Community staff from Sheffield Teaching Hospitals (STH) recorded their version of the 1987 number one, retitled as ‘It’s SSKIN’, at studios in the city centre.
The song will be used as a resource for community health workers learning about pressure ulcer prevention, but it is hoped it may also be used more widely to raise awareness.
SSKIN is an acronym for a five step approach for pressure ulcer prevention:
The lyrics refer to the risk factors of pressure damage, the signs and symptoms of pressure ulcers and how to prevent them. The adapted chorus is:
The words for the alternative version of the song were written by Maria Levesley, a Nurse Lead in the Integrated Care Team, who is also the lead singer in the video.
Maria studied for a degree in music before she trained as a nurse.
She said: “We wanted to do something to promote awareness amongst out to staff. At our monthly pressure ulcer meeting, our Tissue Viability Nurse Consultant Brenda King had the initial idea to do some kind of rap.
“I took the idea and started trying to put some words to songs. This song came to mind, as SSKIN fitted well in place of ‘a sin’, and it went from there.”
Maria said that the help that was received in producing the song was “far more than I ever imagined.”
The Pet Shop Boys gave permission for their work to be used, and Sheffield based songwriter and record producer Eliot Kennedy offered free recording and video through Steel Works Studios, Foundry Studios and Ink and Water Designs.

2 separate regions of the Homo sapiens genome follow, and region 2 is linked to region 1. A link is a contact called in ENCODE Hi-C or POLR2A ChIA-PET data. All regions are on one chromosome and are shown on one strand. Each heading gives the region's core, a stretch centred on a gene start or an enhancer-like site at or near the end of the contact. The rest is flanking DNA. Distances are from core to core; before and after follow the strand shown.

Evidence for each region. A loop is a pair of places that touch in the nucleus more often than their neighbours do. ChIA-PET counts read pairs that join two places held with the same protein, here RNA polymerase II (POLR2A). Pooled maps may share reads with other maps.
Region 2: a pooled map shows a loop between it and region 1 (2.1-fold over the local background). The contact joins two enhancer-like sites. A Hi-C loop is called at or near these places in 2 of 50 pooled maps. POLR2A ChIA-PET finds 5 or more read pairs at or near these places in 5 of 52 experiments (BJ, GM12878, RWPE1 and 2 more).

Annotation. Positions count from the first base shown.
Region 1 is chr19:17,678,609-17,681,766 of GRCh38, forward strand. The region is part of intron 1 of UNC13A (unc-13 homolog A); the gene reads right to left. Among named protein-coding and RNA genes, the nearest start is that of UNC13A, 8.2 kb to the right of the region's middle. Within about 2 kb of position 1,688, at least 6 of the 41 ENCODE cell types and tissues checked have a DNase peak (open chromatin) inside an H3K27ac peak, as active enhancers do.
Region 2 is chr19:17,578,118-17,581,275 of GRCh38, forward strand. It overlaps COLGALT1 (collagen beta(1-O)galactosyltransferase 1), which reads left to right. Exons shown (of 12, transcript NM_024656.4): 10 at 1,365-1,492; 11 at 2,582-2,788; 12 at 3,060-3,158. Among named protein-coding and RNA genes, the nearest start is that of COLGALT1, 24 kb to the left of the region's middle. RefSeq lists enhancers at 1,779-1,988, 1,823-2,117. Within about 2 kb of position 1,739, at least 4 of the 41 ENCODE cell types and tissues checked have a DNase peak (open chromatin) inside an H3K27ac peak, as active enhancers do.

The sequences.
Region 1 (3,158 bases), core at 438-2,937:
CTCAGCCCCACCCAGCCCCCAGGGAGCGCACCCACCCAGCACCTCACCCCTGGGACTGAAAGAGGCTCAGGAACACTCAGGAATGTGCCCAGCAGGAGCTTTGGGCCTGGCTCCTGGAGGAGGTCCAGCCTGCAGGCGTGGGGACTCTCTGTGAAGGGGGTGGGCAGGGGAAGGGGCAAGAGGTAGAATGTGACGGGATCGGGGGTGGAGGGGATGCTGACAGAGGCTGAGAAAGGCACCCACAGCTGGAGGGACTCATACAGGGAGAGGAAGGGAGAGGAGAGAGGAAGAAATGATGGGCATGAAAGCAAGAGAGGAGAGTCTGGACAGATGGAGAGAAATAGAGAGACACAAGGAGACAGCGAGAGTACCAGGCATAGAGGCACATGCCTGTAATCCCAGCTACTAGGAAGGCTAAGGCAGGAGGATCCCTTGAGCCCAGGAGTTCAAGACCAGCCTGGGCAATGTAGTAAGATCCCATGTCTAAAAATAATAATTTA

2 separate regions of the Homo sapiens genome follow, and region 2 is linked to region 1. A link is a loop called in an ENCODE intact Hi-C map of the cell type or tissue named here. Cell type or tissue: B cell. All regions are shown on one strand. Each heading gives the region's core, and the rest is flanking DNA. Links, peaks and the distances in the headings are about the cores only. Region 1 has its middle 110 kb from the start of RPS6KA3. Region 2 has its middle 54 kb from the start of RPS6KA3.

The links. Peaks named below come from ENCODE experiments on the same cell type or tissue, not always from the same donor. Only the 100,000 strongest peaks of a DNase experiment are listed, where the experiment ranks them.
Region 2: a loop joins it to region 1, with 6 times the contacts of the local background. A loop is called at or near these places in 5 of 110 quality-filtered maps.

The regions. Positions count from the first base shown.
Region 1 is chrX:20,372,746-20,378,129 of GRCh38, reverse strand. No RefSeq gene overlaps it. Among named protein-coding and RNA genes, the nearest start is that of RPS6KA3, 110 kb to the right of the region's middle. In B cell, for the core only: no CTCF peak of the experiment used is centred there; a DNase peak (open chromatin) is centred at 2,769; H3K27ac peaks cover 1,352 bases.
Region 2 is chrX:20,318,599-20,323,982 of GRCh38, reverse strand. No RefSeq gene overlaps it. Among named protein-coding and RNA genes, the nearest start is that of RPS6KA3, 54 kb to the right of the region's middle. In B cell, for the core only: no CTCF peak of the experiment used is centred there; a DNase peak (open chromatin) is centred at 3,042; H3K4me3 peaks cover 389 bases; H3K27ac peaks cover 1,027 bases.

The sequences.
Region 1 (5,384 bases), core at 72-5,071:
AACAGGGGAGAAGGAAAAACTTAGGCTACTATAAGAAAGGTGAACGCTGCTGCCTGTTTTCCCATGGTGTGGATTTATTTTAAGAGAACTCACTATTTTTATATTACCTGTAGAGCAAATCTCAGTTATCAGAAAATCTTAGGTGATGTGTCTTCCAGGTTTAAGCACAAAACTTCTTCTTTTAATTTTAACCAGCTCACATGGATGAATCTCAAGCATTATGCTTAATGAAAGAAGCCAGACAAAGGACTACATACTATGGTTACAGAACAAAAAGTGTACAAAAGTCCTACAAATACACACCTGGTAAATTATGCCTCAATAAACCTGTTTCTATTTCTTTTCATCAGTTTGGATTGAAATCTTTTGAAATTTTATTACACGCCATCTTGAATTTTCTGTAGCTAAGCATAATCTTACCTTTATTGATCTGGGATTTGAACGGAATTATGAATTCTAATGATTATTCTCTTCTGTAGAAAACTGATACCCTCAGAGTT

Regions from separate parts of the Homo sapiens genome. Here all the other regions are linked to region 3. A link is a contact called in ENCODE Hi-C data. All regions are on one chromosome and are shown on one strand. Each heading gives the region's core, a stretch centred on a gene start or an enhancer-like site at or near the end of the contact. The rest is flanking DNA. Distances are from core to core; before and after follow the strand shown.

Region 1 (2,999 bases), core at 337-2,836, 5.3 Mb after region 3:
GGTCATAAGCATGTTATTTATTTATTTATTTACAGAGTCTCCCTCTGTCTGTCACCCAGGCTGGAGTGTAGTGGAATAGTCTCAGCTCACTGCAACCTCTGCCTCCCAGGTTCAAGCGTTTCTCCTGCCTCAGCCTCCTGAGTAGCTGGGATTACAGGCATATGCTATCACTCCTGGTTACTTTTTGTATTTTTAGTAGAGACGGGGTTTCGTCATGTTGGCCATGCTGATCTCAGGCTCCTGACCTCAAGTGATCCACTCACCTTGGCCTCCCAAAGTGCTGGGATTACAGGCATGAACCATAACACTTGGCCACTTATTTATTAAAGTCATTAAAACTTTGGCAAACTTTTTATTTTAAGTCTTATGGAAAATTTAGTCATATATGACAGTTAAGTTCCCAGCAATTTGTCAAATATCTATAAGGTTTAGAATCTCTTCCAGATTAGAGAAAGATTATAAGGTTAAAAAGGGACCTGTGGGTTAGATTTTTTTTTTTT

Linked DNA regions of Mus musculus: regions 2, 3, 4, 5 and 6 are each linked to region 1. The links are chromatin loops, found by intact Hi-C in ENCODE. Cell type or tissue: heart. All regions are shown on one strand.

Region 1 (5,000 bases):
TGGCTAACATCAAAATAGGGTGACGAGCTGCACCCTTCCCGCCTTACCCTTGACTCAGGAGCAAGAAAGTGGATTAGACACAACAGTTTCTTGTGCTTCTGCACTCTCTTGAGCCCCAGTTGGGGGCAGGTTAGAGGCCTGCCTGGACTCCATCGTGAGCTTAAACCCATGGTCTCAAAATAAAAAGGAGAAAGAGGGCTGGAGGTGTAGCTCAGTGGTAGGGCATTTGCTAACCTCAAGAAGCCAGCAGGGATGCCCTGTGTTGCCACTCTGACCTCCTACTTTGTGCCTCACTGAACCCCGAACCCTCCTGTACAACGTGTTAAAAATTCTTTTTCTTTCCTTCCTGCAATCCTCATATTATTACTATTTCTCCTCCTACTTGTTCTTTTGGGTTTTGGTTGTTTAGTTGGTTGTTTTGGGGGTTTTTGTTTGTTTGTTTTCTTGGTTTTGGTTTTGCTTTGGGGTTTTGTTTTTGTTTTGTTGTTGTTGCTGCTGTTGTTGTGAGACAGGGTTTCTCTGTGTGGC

Maria said: “I have written a few lines for the church panto before, but nothing like this. However, I sing in a band and I’m in a choir, so I do lots of singing. I’ve also done backing vocals and recording with a friend who is a singer-songwriter, so being the lead singer didn’t faze me.”
Other members of staff from NHS community teams feature with Maria in the video and recording.
Maria said: “It has turned out really well. The staff have been brilliant and have really got involved. We used it at our Stop the Pressure awareness event where there were STH hospital and community staff, as well as other care providers.
“We wanted to use it as a training device for STH community staff initially, but it has already grown and we feel it could be used more widely for training and awareness work.”
Pressure ulcers, also known as pressure sores or bed sores, occur when there has been damage to an area of skin and sometimes the tissues beneath. They are mainly caused by pressure being applied to the skin for prolonged periods. This could happen to anyone, but people who are less mobile, who sit for long periods of time or who are confined to bed, are more at risk.